Shares of Manchester-based Revolution Bars Group plc rose about 10% on Thursday after it published results for the 52 weeks ended June 27, 2020, saying its revenue fell to 27.3% to £110.1 million and it made adjusted loss before tax of £3.9 million compared to a profit of £3 million in the previous year.
Revolution Bars CEO Rob Pitcher said he is confident the firm will emerge from the Covid crisis a more focused business and in a strong position relative to the competition “ready to seize any opportunities that arise.”
The firm said revenue generated in the first 24 weeks of FY21 was £20.6 million, down significantly on £72.1 million for the same weeks in FY20 “due to the cautious and phased reopening of our bars from 6 July 2020 and as a result of the severe and constantly evolving operating restrictions including further national and local lockdowns, table service only and the 10pm curfew.”
Revolution Bars shares are down about 60% for the past 12 months.
Publishing the results, Pitcher launched a scathing attack on the UK Government, saying its treatment of bars and late-night operators has been “nothing short of scandalous.”
Pitcher said:”2020 has been an immensely challenging year but I am incredibly proud of the dedication shown by our team to steer us through this period.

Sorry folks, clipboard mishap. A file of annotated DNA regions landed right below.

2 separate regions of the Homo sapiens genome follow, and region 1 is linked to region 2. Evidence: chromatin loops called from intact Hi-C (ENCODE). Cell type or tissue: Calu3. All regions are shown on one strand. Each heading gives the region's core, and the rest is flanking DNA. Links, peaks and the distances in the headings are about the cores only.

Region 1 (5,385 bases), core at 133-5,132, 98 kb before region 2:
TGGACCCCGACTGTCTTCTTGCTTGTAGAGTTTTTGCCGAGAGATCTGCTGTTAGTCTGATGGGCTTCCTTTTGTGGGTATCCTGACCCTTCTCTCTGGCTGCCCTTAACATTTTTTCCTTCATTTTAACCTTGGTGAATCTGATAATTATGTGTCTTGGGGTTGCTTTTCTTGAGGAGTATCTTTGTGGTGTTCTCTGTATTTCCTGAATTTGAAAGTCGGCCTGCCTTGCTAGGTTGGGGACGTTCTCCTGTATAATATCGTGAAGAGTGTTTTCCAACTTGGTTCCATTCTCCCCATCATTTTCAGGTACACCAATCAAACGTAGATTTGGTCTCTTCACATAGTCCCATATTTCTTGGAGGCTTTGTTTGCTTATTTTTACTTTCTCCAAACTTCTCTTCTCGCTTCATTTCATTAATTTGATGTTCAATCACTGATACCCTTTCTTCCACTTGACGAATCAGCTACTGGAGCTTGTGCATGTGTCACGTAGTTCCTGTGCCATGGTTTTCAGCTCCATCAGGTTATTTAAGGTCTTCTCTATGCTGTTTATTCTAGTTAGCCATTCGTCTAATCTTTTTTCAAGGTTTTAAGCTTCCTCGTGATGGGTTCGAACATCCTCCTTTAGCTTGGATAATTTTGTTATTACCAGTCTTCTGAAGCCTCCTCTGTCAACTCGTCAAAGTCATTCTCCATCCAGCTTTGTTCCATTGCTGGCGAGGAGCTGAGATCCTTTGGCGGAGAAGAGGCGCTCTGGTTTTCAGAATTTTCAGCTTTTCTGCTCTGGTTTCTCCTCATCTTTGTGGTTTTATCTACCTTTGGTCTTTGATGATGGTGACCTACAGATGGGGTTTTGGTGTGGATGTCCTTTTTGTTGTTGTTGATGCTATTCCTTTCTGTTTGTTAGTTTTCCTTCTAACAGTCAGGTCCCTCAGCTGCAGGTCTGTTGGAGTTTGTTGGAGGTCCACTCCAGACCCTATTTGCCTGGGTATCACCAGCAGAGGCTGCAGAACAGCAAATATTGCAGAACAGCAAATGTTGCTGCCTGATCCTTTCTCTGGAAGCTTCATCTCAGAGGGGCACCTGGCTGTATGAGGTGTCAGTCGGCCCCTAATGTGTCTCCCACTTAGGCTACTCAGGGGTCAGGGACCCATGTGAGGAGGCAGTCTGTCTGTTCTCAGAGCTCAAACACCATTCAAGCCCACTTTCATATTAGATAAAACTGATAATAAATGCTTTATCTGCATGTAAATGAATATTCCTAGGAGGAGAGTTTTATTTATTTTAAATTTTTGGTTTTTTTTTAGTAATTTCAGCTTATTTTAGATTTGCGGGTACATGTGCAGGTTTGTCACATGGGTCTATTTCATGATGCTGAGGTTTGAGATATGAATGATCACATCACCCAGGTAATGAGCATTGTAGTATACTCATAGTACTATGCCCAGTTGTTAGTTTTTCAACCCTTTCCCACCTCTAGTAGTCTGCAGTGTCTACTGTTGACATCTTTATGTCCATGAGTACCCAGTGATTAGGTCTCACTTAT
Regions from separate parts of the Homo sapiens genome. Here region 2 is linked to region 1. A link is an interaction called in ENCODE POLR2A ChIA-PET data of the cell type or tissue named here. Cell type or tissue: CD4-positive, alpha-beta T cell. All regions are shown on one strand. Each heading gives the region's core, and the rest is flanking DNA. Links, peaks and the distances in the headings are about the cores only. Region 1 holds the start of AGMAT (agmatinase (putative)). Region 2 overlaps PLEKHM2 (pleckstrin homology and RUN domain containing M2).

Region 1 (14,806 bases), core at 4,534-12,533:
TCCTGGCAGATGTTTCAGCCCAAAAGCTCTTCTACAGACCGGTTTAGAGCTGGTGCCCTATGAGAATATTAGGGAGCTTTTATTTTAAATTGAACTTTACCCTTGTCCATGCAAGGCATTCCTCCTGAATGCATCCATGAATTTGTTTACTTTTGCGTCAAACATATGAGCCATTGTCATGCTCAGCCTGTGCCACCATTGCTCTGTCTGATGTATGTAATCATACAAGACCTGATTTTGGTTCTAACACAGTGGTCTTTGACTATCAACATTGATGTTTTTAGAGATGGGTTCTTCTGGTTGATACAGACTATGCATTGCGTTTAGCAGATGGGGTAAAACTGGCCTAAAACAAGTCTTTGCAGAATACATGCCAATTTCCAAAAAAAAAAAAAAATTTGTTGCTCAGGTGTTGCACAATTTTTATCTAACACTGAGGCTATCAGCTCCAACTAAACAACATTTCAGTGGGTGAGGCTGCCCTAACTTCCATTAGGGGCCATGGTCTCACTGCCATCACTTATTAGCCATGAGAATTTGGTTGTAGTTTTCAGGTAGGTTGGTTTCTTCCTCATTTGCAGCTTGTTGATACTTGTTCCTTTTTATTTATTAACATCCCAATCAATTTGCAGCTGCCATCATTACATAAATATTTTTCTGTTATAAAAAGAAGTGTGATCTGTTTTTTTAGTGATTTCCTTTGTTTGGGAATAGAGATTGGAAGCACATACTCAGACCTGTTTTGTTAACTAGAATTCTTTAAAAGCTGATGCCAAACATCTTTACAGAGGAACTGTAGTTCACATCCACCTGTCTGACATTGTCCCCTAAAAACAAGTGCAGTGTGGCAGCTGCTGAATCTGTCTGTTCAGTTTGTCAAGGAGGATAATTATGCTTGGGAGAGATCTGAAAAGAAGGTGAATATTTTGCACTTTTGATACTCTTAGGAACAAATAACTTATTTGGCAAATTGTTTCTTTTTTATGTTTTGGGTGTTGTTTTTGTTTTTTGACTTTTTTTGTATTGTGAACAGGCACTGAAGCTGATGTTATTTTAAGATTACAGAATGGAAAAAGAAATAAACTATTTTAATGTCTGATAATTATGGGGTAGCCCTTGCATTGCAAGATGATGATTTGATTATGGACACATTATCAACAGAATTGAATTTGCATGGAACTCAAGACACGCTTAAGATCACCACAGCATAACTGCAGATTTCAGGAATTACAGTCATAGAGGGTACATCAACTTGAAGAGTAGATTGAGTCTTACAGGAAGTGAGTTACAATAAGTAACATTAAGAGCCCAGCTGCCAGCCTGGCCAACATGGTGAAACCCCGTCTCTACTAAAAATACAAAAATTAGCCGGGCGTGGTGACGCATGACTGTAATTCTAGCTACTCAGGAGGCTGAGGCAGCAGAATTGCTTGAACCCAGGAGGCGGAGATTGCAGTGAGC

“Prior to the onset of the pandemic we were reaping the rewards of the workstreams we introduced last year to improve performance with both brands in like-for-like sales growth, out-performing our High Street Bars peer group.
“We also continued to see strong results from our refurbishment programme.
“This work, combined with our focus on the customer experience through the development of our App, order and pay at table, and our on-line booking systems, and the additional financial strength and flexibility we have secured through the actions taken since the COVID pandemic hit the UK gives me great confidence that we are well placed to recover and return to growth once trading restrictions are removed.
“The UK Government’s actions towards wet-led bars and late-night hospitality are nothing short of scandalous.
“It has little evidence to justify the severe restrictions that have been imposed and it is deliberately sacrificing businesses and people’s livelihoods.
“The recent grants of £1,000 per pub as compensation for being deprived of our most important trading period is derisory and insulting, and underlines a complete lack of understanding of the costs associated with businesses of this nature (even when they are shut) or any sympathy for the consequences of their inept decisions.
“The next few months will continue to be challenging and entirely dependent on imposed operating restrictions.
“Further meaningful government support will be required to help safeguard the industry and avoid further job losses, particularly for young people.
“However, given the actions we have taken to secure the future of the business, I am confident that Revolution will emerge from this crisis as a more focused business, and in a strong position relative to our competition, ready to seize any opportunities that arise.”